Therefore be it resolved that where part time, seasonal, temporary, casual, or otherwise precarious employed members are elected to a bargaining team, and they do not have wages to replace during days scheduled for bargaining or caucus meetings, that OPSEU pay them for the equivalent of a full day’s pay at their regular hourly rate.
Whereas OPSEU SEFPO believes in the importance of promoting equity in communities and workplaces across the province; and
Whereas members of OPSEU SEFPO’s equity committees and caucuses are responsible for carrying out this work;
Therefore be it resolved that OPSEU SEFPO provide orientation for all members of its equity committees and caucuses including their alternates, where applicable, so that they have a better understanding of their roles, responsibilities and expectations; and
Be it further resolved that this training also include a component where these members can learn about equity issues within the workplace and society and that the training materials be developed by the Equity Unit in conjunction with the equity committees and caucuses
Be it further resolved that the orientation materials be developed by the Gathering in 2023
Whereas The COVID-19 crisis has exposed long-term care as a system in crisis; and
Whereas nearly 4,000 long-term care residents have died so far during the pandemic, a death-toll so high that OPSEU/SEFPO President Warren (Smokey) Thomas has demanded a police investigation; and
Whereas for-profit long-term care homes had four times more deaths than publicly- operated homes during the first wave of the pandemic, and given the deplorable conditions in these homes, often stemming from crisis-level understaffing and corner- cutting; and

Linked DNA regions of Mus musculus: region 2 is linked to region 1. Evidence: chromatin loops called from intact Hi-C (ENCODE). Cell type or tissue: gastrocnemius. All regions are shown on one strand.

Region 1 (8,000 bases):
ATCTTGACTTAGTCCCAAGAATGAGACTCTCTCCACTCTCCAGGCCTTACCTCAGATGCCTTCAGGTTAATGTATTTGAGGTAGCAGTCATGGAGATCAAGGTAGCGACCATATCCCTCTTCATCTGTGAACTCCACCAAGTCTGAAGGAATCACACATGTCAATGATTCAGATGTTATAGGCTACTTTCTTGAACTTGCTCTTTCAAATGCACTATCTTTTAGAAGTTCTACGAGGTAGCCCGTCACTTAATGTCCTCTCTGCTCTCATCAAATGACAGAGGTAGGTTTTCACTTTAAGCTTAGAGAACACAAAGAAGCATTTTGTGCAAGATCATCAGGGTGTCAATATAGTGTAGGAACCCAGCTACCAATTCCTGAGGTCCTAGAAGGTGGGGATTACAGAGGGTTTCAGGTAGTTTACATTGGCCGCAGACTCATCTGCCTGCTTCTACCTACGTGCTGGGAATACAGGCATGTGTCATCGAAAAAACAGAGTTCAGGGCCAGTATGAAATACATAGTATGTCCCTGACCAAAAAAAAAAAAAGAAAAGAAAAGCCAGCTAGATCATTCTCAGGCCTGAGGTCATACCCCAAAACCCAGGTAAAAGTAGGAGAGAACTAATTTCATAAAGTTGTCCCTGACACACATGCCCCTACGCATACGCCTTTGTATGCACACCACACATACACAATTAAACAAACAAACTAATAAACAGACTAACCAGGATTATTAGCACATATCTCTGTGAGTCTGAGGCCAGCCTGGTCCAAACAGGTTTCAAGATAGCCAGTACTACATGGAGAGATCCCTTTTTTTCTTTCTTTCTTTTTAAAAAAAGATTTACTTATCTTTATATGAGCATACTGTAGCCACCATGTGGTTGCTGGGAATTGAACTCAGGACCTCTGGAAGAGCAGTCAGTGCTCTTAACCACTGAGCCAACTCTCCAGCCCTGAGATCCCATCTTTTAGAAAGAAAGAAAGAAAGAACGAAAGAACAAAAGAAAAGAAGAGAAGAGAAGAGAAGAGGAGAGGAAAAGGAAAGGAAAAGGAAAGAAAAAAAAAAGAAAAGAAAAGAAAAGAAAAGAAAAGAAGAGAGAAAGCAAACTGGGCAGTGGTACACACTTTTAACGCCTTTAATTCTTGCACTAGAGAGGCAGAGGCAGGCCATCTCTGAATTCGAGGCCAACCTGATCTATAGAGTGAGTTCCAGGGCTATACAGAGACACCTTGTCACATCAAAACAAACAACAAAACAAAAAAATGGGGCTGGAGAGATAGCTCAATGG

Whereas the ongoing staffing crisis in long-term care has been worsened because workers are underpaid, overworked and being exposed to greater risks than ever, causing many staff, including PSWs, to abandon their jobs; and
Whereas and a significant portion of the workforce is part-time, forcing staff to work in several locations to earn a living income, which can inadvertently spread viruses and infections; and
Whereas long-term care home inspections have deteriorated over the past two decades, and following the recommendations of Ontario’s Long-Term Care Commission, the Ford government has committed to hire inspectors and return to annual inspections.
Therefore, be it resolved that OPSEU/SEFPO vigorously demand that the Ontario government declare a moratorium on new for-profit long term care homes and immediately begin the process of bringing all current for-profit homes under public ownership and management; and
Be it further resolved that OPSEU/SEFPO continues to call on the Ontario government to task Community Colleges to develop an accelerated and fully credentialed PSW training program in order to address the crisis-level staffing shortages in long term care; and
Be it further resolved that OSPSEU/SEFPO call on the Ontario government to offer students and/or public colleges financial assistance to ensure students can enroll in the accelerated PSW program tuition-free; and